Food groups in which LERs reported lower intakes than non-LERs included full fat dairy products, sugar and sweet foods, and alcoholic drinks. Interestingly, they also reported lower intakes of fruit and nuts, wholemeal bread and wholemeal cereals, the differences in alcohol consumption were also greater for wine and spirits than for beer. This could indicate that two effects are observed when comparing the food intakes of LERs and non-LERs, one being a tendency to under-report mostly those foods that are known to be unhealthy, the other being true dietary differences associated with the socioeconomic characteristics of the two groups. Few studies have compared food intakes of LERs and non-LERs but a similar pattern was reported from the NDNS of British adults.3

Absolute intakes of all macronutrients were significantly lower among LERs, as seen elsewhere.3 5 12 Comparison of nutrient densities gave results broadly consistent with those of other studies: protein was higher among LERs3 5 12; total fat was lower5 12; total carbohydrate did not differ significantly5 but sugar was lower3 and starch higher3; alcohol was lower.3 A further study by Hirvonen6 also found higher densities of protein and carbohydrate and lower densities of fat among LERs, but results of significance tests directly comparing the two groups were not reported.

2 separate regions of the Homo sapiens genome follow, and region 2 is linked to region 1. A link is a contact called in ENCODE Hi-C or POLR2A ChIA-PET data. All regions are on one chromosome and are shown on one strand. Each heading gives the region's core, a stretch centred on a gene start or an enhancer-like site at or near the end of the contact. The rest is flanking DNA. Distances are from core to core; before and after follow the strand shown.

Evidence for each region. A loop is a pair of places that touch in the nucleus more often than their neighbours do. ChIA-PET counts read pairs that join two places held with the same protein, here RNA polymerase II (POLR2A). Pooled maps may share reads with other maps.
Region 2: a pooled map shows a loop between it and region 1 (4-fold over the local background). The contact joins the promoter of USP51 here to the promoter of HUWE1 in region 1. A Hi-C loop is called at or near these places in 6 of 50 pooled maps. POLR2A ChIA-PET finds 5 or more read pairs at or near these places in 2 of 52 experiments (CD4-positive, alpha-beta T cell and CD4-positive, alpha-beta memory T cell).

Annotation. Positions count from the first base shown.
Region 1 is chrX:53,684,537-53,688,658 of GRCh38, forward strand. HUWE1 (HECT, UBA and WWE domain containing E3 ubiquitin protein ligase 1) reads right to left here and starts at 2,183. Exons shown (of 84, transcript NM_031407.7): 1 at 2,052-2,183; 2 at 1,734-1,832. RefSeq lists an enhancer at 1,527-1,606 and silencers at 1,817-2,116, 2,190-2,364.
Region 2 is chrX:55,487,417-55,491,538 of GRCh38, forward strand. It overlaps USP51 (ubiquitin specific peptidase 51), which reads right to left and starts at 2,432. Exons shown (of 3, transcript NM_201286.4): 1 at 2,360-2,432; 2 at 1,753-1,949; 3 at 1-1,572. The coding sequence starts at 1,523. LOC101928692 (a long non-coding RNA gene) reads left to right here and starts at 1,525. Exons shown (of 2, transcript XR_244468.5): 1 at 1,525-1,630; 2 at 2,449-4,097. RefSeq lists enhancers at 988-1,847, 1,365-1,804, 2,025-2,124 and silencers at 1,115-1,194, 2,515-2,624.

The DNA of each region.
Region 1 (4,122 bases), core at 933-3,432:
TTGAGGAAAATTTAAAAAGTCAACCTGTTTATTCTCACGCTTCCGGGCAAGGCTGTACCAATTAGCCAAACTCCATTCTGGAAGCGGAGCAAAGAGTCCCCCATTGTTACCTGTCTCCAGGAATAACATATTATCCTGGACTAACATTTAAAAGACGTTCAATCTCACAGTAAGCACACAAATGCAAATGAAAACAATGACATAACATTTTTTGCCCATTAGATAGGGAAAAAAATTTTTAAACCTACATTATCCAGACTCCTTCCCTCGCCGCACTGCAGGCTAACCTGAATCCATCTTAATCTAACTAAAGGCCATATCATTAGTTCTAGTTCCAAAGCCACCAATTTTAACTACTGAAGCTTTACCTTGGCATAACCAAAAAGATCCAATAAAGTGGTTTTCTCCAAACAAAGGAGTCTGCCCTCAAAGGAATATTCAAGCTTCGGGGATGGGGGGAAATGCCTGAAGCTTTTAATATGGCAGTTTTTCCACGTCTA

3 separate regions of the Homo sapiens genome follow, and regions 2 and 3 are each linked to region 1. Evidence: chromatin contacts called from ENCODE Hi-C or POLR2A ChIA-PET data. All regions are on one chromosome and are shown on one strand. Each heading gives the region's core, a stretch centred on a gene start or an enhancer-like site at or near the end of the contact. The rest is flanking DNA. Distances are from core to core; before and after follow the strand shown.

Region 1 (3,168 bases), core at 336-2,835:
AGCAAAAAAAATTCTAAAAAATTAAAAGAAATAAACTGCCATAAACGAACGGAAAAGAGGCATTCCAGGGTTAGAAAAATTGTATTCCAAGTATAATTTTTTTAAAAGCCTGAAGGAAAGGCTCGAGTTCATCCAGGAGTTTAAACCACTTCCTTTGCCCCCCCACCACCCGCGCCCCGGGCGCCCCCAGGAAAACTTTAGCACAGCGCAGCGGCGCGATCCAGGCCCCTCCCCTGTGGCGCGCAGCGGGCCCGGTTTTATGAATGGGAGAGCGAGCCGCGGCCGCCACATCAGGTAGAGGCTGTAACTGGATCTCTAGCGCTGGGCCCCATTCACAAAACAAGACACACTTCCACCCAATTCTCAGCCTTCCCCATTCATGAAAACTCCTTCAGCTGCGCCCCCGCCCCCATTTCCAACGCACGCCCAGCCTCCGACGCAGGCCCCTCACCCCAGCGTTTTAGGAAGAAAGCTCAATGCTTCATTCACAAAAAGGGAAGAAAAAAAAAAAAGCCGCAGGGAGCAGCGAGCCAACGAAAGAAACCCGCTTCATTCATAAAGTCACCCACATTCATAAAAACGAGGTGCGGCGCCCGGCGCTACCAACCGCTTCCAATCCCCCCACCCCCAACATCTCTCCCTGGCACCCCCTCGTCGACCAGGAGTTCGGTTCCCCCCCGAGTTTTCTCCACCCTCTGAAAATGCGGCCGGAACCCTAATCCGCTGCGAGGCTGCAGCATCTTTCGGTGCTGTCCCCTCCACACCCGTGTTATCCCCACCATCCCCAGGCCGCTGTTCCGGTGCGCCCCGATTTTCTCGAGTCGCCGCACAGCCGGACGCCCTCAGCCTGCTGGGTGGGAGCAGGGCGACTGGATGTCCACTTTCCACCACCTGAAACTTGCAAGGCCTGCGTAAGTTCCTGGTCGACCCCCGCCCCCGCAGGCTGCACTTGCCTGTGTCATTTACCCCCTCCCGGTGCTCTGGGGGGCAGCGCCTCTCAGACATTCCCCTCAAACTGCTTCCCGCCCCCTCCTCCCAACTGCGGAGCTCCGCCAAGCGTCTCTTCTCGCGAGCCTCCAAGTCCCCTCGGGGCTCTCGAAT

Low energy reporting causes major problems in the interpretation of dietary data. The probability of a single factor causing the level of low energy reporting observed in this survey is extremely small. Rather it is probable that several factors coalesced, these being primarily a tendency to omit certain items from weighed diaries, a reluctance to report foods known to be unhealthy, and possibly a weakness in the definition of elderly LERs. By adjusting for energy intake the effect of low energy reporting is reduced in analyses of both food and nutrient intakes, although as food groups are not uniformly affected this is not a complete solution. Validatory biomarkers such as doubly labelled water provide a more complete answer to the problem and would have been particularly useful in this survey given the scale of low energy reporting that took place.

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  • Funding: this work was funded by a grant from the Ministry of Agriculture, Fisheries and Foods.

  • Conflicts of interest: none.